You told me you cried filming the table scene in the season 7 premiere. Did you cry during the Chapel scene in this episode, when Jax tells the guys, “You’re my family. I love you all”?
I did cry in it because I knew where we were going. When people look back, that scene will have more resonance because it’s really heartfelt. Charlie Hunnam, he does want quite a few takes—not [a] David Fincher number of takes, but he does want a few takes—and he was just getting deeper and getting better and better, and I think that’s the very last take we did. I loved it, because he got so emotional and then just sort of snaps the gavel and says, “Enough!” and tries to get past it and shake the feeling off. Also, I know I always say this, but that scene is beautifully lit. Just the way the light streams and hits the side of his face and backlights Chibs—that’s [director of photography] Paul Maibaum and his team, and it adds to the mood of it. Why is it late afternoon in that? This is the longest day on earth anyway.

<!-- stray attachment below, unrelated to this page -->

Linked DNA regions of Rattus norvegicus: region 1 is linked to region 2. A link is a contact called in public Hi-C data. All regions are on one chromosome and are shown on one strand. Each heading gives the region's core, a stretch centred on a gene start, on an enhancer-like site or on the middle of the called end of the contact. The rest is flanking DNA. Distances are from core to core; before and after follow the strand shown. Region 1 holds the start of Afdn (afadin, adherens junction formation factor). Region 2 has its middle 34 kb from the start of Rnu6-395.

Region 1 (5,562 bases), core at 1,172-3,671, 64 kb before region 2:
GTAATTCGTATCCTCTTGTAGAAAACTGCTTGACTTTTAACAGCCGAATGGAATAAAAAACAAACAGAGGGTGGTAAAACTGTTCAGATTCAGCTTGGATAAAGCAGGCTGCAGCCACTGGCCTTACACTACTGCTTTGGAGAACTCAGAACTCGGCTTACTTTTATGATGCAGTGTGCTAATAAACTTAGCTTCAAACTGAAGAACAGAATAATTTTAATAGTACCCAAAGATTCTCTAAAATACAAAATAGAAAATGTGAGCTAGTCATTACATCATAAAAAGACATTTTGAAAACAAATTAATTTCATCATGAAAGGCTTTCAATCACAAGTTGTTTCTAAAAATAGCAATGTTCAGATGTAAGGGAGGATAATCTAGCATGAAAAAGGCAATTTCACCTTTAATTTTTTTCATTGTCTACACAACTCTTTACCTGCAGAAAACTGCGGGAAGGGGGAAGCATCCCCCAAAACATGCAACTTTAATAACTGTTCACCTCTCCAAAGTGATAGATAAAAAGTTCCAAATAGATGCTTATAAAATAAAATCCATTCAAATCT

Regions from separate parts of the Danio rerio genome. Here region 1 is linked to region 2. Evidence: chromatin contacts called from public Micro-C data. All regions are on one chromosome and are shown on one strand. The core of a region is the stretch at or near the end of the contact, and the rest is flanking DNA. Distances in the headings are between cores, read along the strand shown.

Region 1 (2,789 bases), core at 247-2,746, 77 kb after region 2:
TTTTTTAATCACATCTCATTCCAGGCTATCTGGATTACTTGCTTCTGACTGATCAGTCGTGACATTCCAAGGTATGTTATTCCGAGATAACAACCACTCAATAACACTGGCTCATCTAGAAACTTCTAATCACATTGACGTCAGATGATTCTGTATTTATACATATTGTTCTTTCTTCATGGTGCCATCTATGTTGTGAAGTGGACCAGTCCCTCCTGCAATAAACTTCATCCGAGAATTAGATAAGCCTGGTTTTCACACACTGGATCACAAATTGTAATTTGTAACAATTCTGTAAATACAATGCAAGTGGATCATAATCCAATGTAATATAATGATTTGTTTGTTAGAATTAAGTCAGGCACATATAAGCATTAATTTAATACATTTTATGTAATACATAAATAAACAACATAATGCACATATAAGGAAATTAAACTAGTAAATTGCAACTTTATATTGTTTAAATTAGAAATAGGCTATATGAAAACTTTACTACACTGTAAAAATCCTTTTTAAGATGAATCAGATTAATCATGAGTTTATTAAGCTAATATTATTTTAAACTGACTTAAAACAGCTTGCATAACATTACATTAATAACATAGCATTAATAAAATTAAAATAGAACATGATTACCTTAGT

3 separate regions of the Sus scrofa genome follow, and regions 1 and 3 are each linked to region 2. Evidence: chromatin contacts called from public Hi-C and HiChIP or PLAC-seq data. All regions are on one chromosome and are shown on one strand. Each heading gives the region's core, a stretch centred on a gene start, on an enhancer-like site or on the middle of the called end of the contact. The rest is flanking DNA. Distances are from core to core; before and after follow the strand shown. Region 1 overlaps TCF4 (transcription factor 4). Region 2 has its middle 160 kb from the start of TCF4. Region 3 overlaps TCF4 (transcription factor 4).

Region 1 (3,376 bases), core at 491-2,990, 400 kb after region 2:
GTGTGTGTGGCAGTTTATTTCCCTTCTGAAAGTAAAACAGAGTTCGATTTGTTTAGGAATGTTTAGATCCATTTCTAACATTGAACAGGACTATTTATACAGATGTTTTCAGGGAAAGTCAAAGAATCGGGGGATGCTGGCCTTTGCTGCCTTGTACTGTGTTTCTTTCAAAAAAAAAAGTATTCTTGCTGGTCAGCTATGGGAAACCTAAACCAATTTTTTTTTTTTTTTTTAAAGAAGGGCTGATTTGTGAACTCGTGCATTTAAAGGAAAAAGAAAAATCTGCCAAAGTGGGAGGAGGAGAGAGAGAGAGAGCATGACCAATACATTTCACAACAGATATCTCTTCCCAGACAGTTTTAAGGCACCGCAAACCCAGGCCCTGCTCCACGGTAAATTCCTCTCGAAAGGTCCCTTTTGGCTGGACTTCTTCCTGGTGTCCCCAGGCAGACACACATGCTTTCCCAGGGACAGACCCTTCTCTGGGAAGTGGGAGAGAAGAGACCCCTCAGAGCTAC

I always talk about that in my recaps—the amount of things these guys do in one day is amazing.
I know. I was thinking about this episode, where they go to Nero, then to Oakland to meet with Greensleeves and Winsome—I mean, that’s a lot of driving. And then they go to wherever Greensleeves lives, and they kill him, and then they come back, and then their bike is broken, and they pick up their bike, and the day is not over yet. We go through a lot of miles. Part of that is the same thing that David Milch did on NYPD Blue: Almost every episode was in one day, no matter how unreasonable it was to catch the criminal and to get the confession. Almost every episode of NYPD Blue had what Milch would say is the “Aristotelian Unity” of all happening in a day. That was just the way the Greeks did it: Stories should happen in a day. Almost every episode of Sons happens in a day…I thought you were going to ask about the porno.
I am! Cocks and Bagels. Amazing.